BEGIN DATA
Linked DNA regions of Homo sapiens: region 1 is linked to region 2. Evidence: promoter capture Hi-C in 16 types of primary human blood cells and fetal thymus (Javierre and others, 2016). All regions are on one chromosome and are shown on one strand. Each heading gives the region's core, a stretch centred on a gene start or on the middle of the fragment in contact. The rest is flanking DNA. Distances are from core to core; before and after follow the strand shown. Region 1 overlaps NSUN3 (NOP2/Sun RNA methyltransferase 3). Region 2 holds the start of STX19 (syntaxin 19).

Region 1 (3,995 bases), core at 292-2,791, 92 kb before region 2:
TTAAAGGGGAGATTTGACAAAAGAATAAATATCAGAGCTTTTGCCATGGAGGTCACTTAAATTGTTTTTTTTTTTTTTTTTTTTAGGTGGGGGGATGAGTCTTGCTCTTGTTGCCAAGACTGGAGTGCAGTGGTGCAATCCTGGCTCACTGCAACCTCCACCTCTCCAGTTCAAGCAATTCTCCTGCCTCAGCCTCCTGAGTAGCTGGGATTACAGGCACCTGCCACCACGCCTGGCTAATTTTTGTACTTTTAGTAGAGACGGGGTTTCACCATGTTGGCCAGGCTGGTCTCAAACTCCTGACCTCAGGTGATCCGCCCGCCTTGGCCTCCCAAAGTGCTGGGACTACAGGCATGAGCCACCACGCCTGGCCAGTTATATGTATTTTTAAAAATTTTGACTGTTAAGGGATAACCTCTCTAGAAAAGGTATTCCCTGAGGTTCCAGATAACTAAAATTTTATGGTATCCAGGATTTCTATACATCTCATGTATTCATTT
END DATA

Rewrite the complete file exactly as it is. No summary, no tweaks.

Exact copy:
Linked DNA regions of Homo sapiens: region 1 is linked to region 2. Evidence: promoter capture Hi-C in 16 types of primary human blood cells and fetal thymus (Javierre and others, 2016). All regions are on one chromosome and are shown on one strand. Each heading gives the region's core, a stretch centred on a gene start or on the middle of the fragment in contact. The rest is flanking DNA. Distances are from core to core; before and after follow the strand shown. Region 1 overlaps NSUN3 (NOP2/Sun RNA methyltransferase 3). Region 2 holds the start of STX19 (syntaxin 19).

Region 1 (3,995 bases), core at 292-2,791, 92 kb before region 2:
TTAAAGGGGAGATTTGACAAAAGAATAAATATCAGAGCTTTTGCCATGGAGGTCACTTAAATTGTTTTTTTTTTTTTTTTTTTTAGGTGGGGGGATGAGTCTTGCTCTTGTTGCCAAGACTGGAGTGCAGTGGTGCAATCCTGGCTCACTGCAACCTCCACCTCTCCAGTTCAAGCAATTCTCCTGCCTCAGCCTCCTGAGTAGCTGGGATTACAGGCACCTGCCACCACGCCTGGCTAATTTTTGTACTTTTAGTAGAGACGGGGTTTCACCATGTTGGCCAGGCTGGTCTCAAACTCCTGACCTCAGGTGATCCGCCCGCCTTGGCCTCCCAAAGTGCTGGGACTACAGGCATGAGCCACCACGCCTGGCCAGTTATATGTATTTTTAAAAATTTTGACTGTTAAGGGATAACCTCTCTAGAAAAGGTATTCCCTGAGGTTCCAGATAACTAAAATTTTATGGTATCCAGGATTTCTATACATCTCATGTATTCATTT